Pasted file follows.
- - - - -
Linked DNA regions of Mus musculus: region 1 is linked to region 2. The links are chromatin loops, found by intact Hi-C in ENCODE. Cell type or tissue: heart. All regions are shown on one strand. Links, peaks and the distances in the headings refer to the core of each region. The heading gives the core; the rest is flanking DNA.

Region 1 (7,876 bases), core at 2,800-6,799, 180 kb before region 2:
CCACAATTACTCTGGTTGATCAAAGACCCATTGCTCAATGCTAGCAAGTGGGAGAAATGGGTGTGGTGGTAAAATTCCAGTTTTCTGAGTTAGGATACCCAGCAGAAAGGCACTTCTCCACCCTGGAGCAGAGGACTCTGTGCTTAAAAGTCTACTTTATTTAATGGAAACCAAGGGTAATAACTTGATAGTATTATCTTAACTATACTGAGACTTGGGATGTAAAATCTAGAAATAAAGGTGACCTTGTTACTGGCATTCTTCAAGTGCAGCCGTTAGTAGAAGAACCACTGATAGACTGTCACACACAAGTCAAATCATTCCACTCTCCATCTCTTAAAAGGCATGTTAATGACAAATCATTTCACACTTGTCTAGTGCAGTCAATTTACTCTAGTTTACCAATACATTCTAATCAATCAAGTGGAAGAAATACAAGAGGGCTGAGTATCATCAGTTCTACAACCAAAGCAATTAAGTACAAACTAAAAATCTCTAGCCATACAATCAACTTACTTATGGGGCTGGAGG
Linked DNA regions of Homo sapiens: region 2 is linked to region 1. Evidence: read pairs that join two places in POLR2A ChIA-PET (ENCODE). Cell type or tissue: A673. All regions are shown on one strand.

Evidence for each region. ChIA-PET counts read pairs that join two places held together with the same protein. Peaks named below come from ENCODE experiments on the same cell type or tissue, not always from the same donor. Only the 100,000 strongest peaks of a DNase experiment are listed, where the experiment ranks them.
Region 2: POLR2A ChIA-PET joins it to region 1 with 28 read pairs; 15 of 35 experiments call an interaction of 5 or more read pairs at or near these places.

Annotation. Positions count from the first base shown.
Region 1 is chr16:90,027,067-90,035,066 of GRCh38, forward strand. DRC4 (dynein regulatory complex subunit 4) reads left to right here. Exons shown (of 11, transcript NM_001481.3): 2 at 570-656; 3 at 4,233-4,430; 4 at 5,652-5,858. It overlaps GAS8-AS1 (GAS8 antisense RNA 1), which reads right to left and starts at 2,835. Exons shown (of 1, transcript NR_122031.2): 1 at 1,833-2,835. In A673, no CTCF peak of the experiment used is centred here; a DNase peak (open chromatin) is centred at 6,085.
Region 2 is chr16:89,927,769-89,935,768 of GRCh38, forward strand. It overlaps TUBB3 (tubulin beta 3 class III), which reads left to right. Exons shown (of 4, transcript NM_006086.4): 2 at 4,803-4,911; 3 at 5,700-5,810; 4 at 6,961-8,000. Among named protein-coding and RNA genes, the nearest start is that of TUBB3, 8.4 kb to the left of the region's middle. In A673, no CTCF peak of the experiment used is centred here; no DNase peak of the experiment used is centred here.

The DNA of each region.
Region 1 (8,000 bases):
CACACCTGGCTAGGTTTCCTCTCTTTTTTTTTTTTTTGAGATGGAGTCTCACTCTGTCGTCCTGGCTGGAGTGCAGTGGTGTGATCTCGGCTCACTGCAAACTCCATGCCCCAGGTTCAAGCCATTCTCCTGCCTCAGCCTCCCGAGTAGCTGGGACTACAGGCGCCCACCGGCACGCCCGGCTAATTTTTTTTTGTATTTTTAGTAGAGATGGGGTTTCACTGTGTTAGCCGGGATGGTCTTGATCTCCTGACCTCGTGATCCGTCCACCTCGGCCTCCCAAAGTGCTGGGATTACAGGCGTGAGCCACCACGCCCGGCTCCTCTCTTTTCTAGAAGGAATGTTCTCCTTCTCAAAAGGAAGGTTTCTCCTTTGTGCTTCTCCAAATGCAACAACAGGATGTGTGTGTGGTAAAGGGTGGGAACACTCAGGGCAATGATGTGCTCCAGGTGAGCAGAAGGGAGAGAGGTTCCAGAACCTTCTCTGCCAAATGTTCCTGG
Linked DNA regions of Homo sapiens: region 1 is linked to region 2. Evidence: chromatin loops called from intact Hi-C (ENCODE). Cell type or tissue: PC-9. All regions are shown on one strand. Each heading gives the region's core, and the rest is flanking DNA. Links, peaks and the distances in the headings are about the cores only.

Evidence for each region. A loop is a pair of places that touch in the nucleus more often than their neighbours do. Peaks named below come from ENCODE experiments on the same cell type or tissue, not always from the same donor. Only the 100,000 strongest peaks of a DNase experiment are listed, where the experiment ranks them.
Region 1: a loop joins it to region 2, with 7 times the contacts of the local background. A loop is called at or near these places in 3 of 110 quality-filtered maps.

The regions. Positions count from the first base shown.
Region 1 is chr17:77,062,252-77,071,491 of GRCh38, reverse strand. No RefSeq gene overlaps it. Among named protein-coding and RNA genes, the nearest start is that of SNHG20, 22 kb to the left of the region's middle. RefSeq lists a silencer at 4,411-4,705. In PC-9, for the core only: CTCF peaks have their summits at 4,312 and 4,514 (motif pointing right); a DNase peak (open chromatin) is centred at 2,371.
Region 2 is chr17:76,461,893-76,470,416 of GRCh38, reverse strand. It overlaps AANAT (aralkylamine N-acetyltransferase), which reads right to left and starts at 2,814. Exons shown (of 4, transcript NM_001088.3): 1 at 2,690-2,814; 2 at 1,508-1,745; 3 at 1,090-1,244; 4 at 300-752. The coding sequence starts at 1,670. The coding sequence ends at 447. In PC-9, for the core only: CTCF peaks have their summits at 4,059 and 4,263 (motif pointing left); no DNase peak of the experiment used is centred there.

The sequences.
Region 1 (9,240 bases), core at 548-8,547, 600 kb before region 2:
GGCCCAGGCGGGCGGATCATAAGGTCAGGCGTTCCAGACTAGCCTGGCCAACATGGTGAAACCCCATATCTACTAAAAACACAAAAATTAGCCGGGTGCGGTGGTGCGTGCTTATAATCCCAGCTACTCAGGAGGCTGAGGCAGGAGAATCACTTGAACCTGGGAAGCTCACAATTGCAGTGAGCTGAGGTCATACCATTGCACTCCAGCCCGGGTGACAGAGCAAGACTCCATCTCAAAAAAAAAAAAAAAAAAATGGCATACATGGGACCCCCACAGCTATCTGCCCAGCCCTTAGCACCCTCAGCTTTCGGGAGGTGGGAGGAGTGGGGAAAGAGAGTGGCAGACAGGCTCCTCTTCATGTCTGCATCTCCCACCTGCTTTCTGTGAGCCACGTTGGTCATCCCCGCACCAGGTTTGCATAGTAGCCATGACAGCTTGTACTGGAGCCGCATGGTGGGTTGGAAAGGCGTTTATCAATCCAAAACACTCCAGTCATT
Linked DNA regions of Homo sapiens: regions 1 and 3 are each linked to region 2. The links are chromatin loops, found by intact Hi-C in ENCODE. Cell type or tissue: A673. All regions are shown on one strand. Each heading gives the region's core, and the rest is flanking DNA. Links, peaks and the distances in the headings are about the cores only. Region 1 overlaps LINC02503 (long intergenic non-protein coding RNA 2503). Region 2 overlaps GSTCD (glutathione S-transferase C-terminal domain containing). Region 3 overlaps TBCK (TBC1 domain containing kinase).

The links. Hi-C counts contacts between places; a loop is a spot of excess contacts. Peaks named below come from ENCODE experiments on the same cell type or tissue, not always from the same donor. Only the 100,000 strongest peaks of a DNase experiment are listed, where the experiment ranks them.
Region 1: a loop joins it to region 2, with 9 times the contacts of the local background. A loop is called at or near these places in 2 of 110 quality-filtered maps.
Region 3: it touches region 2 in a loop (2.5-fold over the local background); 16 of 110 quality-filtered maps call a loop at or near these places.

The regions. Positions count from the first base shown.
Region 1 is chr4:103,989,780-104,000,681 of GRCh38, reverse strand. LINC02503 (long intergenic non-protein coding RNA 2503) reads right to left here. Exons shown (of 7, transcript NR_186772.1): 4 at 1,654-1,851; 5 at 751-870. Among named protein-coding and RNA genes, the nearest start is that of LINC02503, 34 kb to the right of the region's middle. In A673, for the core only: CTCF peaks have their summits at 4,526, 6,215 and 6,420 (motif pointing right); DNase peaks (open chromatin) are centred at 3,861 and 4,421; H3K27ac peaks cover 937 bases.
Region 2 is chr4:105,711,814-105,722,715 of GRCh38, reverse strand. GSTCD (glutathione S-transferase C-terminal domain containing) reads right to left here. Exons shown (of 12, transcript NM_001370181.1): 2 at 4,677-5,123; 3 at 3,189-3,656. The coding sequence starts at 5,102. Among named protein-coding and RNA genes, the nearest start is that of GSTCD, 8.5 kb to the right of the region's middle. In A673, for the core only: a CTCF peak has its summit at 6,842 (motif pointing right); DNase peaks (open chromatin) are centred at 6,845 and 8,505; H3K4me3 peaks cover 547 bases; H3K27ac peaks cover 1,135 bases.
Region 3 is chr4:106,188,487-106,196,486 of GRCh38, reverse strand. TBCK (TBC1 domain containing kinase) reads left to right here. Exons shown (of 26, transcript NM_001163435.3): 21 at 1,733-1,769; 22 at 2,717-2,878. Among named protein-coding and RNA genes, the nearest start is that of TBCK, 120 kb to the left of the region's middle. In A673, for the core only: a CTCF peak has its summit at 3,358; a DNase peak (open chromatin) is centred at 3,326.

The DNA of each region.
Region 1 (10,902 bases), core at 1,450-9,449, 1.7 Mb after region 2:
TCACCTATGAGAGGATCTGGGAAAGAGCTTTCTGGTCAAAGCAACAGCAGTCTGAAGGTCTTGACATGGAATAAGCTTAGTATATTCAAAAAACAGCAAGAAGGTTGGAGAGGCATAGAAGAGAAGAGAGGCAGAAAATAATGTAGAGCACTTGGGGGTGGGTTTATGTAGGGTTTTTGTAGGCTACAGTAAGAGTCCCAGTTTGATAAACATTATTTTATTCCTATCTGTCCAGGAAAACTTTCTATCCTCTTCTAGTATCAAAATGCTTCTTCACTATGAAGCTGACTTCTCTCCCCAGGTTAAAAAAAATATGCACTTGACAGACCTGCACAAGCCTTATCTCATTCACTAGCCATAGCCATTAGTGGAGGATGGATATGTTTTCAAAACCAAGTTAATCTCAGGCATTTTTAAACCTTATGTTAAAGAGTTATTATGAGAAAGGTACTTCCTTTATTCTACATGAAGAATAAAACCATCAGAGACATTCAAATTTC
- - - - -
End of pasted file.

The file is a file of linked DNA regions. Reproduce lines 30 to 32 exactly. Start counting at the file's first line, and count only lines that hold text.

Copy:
The DNA of each region.
Region 1 (10,902 bases), core at 1,450-9,449, 1.7 Mb after region 2:
TCACCTATGAGAGGATCTGGGAAAGAGCTTTCTGGTCAAAGCAACAGCAGTCTGAAGGTCTTGACATGGAATAAGCTTAGTATATTCAAAAAACAGCAAGAAGGTTGGAGAGGCATAGAAGAGAAGAGAGGCAGAAAATAATGTAGAGCACTTGGGGGTGGGTTTATGTAGGGTTTTTGTAGGCTACAGTAAGAGTCCCAGTTTGATAAACATTATTTTATTCCTATCTGTCCAGGAAAACTTTCTATCCTCTTCTAGTATCAAAATGCTTCTTCACTATGAAGCTGACTTCTCTCCCCAGGTTAAAAAAAATATGCACTTGACAGACCTGCACAAGCCTTATCTCATTCACTAGCCATAGCCATTAGTGGAGGATGGATATGTTTTCAAAACCAAGTTAATCTCAGGCATTTTTAAACCTTATGTTAAAGAGTTATTATGAGAAAGGTACTTCCTTTATTCTACATGAAGAATAAAACCATCAGAGACATTCAAATTTC